Monday, March 7, 2022

"Like No Other Boy" by Larry Center

It begins at the San Diego Zoo. Chris Crutcher has his eight-year-old son Tommy on an outing. Chris is divorced from Tommy’s mother Cheryl; they share custody. Other zoo visitors occasionally stare at Tommy. He’s a beautiful child. He’s also autistic, and it is not a mild version. 

Since the time he was diagnosed, the boy has bounced from one doctor to another, one expert to another, and one school to another. Cheryl has already begun to talk about another school, this one in Houston, Texas. Chris doesn’t like the idea; even a visit together tells Chris is just like all the rest. Plus there’s his ailing 82-year-old father to consider. Cheryl is more than determined, however, and she’s ready to run Chris over and not look back.


But at the San Diego Zoo that day, something remarkable happens. Tommy connects to the chimpanzees. He makes signs the chimps seem to understand. He even spots one chimp that he tells Chris has a baby. There’s no way for Tommy to know any of this.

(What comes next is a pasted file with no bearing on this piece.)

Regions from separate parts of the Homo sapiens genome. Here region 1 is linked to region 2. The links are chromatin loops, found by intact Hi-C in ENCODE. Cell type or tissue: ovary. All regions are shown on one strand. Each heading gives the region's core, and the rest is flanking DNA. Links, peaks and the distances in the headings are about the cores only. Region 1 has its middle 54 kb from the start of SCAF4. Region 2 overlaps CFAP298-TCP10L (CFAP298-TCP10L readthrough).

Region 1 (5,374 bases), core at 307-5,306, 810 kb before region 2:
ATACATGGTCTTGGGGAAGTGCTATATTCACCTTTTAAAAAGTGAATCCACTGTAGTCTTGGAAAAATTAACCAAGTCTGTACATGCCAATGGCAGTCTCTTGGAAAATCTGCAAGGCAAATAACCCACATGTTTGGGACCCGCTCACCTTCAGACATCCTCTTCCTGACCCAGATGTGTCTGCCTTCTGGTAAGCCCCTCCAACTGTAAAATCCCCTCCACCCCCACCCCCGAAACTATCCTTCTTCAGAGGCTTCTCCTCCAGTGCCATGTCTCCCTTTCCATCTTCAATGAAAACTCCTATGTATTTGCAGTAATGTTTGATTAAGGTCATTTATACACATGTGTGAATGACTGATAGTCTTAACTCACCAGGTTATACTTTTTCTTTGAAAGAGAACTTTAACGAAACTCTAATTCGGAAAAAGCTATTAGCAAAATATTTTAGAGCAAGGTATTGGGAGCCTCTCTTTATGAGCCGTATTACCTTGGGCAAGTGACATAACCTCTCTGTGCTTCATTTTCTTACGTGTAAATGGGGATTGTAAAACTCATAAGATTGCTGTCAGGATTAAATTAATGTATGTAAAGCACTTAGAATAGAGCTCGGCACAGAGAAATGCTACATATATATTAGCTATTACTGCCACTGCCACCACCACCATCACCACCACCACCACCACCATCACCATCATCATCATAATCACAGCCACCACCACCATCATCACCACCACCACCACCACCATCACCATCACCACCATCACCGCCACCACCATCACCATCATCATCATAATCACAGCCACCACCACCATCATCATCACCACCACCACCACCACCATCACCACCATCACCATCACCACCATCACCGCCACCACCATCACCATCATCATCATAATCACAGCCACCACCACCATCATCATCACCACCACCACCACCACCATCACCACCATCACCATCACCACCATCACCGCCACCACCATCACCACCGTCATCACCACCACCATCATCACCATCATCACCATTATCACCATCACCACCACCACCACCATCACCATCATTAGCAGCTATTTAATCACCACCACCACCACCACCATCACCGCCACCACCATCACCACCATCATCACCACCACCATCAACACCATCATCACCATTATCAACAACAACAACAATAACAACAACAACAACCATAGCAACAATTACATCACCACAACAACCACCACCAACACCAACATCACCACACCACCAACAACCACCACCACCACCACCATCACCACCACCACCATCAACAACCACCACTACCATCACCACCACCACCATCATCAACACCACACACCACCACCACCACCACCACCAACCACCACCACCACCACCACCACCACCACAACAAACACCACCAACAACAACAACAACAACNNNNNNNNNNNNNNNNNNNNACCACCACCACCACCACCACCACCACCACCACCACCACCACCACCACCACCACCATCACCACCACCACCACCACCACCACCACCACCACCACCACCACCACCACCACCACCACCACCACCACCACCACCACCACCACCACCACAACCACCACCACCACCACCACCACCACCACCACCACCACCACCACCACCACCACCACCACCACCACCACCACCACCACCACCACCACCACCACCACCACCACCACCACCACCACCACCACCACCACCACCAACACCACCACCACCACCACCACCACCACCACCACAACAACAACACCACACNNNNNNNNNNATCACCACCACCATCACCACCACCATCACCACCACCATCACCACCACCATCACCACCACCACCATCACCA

Larry Center

Chris and a reluctant Cheryl allow Tommy to visit the Weller Institute, a research center in San Diego that studies chimpanzees. And something even more remarkable happens. Not only does Tommy communicate with the chimps, but he’s also better able to express himself with people. The institute wants to do a study; Chris gives the okay. And that sets up for a colossal conflict with Cheryl, one that will end up in court.


Like No Other Boy by Larry Center is the story of Tommy, Chris, Cheryl, and the chimpanzees. It’s also a heartwarming story of a man’s love for his son, and a man’s love for his father. 


Center has a degree in philosophy, and he’s always been interested in children’s and animal’s communication. He lives in Nashville.


I found myself tensing at several points in the book, especially as the court hearing approaches and then happens. You’re half afraid you know what the decision is going to be, and what that could mean for both Chris and Tommy. All of the characters, with perhaps the exception of chimps, have serious flaws; but the hope of the story is that they’ll be able to get passed them. 

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